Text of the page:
MUMBAI: The much-delayed Mumbai Trans Harbour Link -a 22-km road bridge connecting the island city with Navi Mumbai -can finally take off with the Bombay high court granting MMRDA permission to cut mangroves and construct on mangrove plots.
“We are satisfied the project is a public utility project,“ said a division bench of Justices Vidyasagar Kanade and Nutan Sardessai. “(MMRDA) shall comply with all the conditions imposed in the letters of sanction granted by both the authorities (Union environment ministry and the CRZ authority).“
Recently, chief minister Devendra Fadnavis said construction of the important road-link would begin by January 2017.
Advocate Saket Mone, counsel for MMRDA, said the crucial infrastructure project had received clearances from the MoEF and the CRZ this January . He pointed to an MoEF communication saying there was no necessity for prior environmental clearance for standalone bridges like the MTHL.
The MTHL will impact around 47.4 hectares of forest land, including 38.6 hectares of land that is covered with mangroves at Sewri and on the Navi Mumbai side. In October 2005, the HC had banned cutting of mangroves or construction and dumping of debris on mangroves and its buffer zone. Subsequently , the court had granted exemptions and allowed cutting of mangroves for important public development projects.For MMRDA, the HC nod is one of the final approvals it needs to go ahead with the project.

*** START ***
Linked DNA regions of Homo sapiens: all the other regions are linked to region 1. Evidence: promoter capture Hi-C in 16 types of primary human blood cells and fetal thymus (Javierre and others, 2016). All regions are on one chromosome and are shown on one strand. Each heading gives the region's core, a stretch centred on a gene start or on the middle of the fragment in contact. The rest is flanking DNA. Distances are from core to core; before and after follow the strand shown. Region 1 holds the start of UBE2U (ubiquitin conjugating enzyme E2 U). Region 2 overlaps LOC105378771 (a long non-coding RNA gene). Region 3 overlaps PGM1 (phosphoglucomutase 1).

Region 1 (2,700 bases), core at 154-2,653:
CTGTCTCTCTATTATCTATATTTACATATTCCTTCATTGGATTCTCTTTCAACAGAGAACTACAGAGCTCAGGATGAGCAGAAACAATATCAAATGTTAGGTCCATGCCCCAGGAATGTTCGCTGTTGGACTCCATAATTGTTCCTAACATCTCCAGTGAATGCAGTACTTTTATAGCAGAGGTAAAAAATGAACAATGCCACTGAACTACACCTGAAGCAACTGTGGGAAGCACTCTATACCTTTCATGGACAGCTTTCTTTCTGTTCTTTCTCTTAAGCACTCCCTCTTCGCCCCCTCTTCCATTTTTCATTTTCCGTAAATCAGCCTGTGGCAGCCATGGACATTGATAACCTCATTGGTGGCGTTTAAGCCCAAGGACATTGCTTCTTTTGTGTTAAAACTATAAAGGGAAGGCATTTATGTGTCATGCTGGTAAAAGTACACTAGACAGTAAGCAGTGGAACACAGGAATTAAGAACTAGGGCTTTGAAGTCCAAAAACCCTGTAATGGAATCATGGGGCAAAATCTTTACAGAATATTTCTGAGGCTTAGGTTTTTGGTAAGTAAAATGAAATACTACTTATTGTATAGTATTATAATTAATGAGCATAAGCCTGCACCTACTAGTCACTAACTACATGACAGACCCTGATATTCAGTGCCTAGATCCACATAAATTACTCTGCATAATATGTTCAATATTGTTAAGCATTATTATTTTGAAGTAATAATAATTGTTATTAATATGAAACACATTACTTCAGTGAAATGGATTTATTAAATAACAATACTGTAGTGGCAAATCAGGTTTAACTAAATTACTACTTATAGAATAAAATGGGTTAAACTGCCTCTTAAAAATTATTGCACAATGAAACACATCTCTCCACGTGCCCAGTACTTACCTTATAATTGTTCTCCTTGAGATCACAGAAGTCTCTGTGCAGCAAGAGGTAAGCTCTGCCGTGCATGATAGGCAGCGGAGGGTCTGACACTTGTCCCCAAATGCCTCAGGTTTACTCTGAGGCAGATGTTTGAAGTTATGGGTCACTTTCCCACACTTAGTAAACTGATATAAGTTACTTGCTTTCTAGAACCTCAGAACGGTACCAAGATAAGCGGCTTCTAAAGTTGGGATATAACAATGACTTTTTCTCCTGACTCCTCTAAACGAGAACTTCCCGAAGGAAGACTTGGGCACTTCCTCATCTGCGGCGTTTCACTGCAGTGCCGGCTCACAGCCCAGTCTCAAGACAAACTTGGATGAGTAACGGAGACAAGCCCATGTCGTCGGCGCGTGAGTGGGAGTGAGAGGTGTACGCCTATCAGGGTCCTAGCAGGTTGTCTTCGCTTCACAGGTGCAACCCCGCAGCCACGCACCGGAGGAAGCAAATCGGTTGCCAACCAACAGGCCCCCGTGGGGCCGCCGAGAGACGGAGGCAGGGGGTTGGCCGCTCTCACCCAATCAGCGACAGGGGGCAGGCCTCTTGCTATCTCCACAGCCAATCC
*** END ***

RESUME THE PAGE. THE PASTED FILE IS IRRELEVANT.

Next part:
MMRDA said it will undertake afforestation work on 47.4 hectares of non-forest land in four villages -Morbe in Panvel, Wanjle and Ranvali in Sriwardhan, and Durtoli in Roha. In addition, it will undertake compensatory mangrove plantation on 223 hecta res (five times the mangrove area that will be used for the project) through the forest department’s mangrove cell. It has deposited over Rs 49 lakh with the forest department.
The planning authority has further said it will implement a series of measures to minimize the impact on the environment during construction. This will include use of temporary steel bridge or jetty parallel to the permanent structure for transport of workers and machinery, use of mufflers and noise silencers on machines, low lighting on the bridge to avoid disturbing the bird habitats at night and limiting construction of jetty to 30 months. “As far as possible during construction, machinery movement will bypass locations having migratory birds,“ the MMRDA assured the HC in its affidavit. It will also invest 2% of the project cost towards environmental and forest protection and conservation issues, including mudflat and mangrove restoration, the affidavit said.
Credits ET Realty